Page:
Wickens contacted the RCMP and reported he had seen a large airplane or small airliner crash into the Sound. At first he wasn't believed. However, subsequent calls from other witnesses quickly confirmed Wickens' story. One was from Mary Banks on Maggie Garron's Point reporting similar information. Other residents also called in to report the incident, adding details about loud whistling noises and bangs. Other residents had also seen the descent and agreed the object was about 60 feet long, angled downwards at 45 degrees, and initially displayed four or five flashing and glowing orange lights.
Assuming an aircraft had crashed, within about 15 minutes, three RCMP officers were at the scene along with multiple other witnesses, and also observed the pale yellow or white light bobbing on the surface of the water. Concerned for survivors, the RCMP contacted the Rescue Coordination Centre (RCC) in Halifax to advise them of the situation, and ask if any aircraft were missing. Before any local effort at rescue could be made, the object started to sink and disappeared from view.
A rescue mission was quickly assembled. Within half an hour of the crash, local fishing boats went out into the Sound to look for survivors. At the location at which the object had sunk, a yellow foam was observed on the surface, about 80 feet wide and half a mile long. No survivors, bodies or debris were located, either by the fishermen or by the Coast Guard vessel, which arrived about an hour later.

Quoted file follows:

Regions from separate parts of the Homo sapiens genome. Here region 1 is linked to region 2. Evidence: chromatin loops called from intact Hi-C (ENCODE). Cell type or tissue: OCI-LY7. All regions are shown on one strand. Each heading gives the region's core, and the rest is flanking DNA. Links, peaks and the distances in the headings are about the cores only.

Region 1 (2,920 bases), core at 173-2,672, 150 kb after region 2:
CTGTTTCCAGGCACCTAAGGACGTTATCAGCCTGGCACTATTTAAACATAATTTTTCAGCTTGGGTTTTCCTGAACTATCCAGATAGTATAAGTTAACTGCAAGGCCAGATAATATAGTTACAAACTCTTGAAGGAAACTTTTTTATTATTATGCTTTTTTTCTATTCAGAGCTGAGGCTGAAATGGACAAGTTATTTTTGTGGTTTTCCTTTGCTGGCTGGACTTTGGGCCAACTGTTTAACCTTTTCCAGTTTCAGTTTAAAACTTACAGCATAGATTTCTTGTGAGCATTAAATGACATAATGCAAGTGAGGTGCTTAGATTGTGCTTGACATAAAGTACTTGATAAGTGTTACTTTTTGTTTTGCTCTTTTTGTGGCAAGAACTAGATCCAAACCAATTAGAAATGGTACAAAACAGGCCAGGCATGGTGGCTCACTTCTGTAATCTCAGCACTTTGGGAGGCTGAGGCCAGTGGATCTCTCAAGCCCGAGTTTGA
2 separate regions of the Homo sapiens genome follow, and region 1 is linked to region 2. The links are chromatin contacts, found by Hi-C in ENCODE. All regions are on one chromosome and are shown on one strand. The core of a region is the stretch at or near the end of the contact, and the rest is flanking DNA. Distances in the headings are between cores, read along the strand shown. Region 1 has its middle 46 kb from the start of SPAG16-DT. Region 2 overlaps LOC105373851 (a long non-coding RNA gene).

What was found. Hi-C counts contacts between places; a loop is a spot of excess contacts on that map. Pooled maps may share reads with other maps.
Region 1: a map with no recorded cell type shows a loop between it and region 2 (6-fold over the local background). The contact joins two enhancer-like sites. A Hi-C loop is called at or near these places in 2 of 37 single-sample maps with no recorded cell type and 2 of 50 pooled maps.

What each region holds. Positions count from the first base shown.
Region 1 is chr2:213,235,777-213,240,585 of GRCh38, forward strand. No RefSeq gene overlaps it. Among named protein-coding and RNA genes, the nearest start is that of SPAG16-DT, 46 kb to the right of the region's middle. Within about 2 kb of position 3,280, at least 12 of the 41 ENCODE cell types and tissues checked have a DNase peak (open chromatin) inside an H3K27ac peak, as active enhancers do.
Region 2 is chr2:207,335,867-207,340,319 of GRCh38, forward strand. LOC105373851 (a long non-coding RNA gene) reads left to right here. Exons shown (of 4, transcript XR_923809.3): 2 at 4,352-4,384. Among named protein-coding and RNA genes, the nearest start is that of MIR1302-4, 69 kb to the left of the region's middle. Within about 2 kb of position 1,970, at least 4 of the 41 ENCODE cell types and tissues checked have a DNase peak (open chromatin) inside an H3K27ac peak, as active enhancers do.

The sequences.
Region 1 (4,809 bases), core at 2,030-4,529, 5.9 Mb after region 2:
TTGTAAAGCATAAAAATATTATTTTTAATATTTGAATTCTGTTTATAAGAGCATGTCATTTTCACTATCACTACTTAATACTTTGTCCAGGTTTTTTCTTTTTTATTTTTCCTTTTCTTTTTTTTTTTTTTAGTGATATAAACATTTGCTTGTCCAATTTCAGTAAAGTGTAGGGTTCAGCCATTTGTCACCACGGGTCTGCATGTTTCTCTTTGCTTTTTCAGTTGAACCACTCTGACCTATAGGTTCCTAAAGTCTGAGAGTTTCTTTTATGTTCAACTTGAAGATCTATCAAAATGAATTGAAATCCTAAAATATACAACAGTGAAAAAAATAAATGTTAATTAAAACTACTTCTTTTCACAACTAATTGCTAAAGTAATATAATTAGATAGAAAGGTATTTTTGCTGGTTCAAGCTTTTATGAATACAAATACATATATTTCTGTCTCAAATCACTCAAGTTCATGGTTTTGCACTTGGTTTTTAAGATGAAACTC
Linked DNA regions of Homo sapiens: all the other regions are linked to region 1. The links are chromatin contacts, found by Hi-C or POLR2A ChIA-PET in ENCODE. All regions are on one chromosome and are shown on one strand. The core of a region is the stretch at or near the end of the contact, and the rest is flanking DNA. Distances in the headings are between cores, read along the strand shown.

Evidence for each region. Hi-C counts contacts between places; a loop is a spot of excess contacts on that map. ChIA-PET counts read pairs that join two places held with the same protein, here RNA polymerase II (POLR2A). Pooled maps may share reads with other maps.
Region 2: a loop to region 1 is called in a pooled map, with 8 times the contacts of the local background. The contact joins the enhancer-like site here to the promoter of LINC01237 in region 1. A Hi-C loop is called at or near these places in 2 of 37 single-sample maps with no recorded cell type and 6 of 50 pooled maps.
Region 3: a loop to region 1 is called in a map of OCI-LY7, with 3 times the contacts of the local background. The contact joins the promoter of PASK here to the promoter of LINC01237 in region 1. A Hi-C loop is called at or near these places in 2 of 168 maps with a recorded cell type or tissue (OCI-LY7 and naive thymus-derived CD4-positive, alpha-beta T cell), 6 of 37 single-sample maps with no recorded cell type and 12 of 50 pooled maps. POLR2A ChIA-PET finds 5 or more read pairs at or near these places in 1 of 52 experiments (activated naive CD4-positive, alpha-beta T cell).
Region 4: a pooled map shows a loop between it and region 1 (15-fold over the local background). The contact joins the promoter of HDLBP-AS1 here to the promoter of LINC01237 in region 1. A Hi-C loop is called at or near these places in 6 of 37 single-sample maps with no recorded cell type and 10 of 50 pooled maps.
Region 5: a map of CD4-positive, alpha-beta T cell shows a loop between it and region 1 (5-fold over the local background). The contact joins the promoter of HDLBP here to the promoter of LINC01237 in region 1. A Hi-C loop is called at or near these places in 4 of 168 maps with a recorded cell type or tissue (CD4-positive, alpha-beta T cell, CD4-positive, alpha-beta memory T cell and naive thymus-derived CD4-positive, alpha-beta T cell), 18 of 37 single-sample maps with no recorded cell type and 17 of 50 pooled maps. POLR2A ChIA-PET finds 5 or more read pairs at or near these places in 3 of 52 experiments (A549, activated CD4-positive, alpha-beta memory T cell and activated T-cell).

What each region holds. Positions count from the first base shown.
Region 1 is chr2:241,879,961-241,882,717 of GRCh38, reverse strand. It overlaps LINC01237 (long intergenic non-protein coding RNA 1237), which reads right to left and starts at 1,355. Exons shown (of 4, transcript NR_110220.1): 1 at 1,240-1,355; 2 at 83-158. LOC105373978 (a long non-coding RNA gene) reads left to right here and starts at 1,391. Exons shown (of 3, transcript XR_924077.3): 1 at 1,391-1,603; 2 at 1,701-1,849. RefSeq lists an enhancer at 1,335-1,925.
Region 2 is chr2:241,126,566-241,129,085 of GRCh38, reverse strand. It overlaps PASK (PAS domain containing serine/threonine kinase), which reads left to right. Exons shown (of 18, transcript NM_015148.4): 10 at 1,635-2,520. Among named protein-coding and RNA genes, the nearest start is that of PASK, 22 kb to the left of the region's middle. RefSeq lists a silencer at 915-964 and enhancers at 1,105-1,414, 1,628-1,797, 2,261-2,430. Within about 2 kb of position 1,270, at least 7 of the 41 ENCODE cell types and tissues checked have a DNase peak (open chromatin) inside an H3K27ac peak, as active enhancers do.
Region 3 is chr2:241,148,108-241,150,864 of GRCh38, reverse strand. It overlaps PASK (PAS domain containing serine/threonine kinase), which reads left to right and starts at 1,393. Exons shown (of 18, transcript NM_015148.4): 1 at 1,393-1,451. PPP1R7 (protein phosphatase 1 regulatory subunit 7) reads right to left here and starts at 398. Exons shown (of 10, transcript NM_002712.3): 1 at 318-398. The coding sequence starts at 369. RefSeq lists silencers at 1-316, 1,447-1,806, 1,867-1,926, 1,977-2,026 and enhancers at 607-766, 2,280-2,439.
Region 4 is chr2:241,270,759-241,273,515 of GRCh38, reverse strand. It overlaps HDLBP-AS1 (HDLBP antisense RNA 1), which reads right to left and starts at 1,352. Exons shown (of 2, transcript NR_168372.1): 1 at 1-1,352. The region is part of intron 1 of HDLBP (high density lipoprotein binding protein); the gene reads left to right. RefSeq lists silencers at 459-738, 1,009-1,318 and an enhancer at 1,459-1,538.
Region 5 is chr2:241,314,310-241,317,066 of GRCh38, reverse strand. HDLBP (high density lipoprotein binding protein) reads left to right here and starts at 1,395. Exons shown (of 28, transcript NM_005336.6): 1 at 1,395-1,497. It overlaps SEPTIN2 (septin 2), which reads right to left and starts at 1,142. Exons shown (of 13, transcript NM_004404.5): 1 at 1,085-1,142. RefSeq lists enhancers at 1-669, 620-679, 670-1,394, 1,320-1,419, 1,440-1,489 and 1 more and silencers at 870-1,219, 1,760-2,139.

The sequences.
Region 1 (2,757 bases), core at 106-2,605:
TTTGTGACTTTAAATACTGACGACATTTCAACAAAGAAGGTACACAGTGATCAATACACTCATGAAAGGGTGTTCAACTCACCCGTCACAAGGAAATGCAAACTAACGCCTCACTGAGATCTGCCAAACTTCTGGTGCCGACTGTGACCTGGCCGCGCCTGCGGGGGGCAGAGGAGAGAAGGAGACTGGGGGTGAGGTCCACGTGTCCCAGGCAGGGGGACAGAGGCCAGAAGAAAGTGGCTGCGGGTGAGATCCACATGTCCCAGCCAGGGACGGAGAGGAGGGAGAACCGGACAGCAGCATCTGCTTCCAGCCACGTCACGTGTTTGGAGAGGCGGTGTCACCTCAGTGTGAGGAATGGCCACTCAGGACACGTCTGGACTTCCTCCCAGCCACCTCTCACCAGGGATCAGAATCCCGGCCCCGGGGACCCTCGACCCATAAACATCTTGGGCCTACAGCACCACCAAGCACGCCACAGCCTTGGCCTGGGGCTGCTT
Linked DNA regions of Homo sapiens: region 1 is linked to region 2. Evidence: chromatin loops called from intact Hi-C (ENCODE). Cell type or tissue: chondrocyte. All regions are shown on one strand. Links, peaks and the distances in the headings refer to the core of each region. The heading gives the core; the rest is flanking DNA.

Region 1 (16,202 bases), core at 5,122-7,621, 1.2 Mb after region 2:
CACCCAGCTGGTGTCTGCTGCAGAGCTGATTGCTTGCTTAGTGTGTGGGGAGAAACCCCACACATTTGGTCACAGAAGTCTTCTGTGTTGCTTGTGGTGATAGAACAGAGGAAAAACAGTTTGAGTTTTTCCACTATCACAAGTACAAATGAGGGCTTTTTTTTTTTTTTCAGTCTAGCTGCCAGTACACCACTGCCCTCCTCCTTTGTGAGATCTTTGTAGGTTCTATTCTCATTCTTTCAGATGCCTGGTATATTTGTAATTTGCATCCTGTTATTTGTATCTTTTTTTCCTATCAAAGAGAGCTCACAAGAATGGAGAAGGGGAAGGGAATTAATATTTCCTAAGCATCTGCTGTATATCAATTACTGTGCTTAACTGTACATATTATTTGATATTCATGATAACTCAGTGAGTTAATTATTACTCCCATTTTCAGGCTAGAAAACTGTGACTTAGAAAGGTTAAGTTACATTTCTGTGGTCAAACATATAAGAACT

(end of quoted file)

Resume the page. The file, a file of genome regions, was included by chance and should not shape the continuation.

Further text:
By the next morning, the RCC had determined that no planes were missing. Still searching, the captain of the Coast Guard vessel received a message from the RCC that all commercial, private and military aircraft were accounted for along the eastern seaboard from Atlantic Canada down into New England.
The same morning, RCC also sent a Priority Telex to the Canadian military headquarters Air Desk in Ottawa, which handled all civilian and military UFO sightings, informing them of the crash and that all conventional explanations such as aircraft, flares, etc. had been dismissed. Therefore this was labeled a "UFO Report." The head of the Air Desk then sent another Priority Telex to Canadian Maritime Command about the "UFO Report" and recommended an underwater search. Maritime Command in turn sent another Priority Telex tasking the military's Atlantic diving fleet with carrying out the search.
Two days after the crash a team of Navy divers had been assembled, who for the next three days combed the bottom of the harbor looking for the object. One local fisherman said he saw them bringing up aluminum-colored metal, although it was unclear if this had been actual crash debris. The final report said not a trace of the crash object had been found.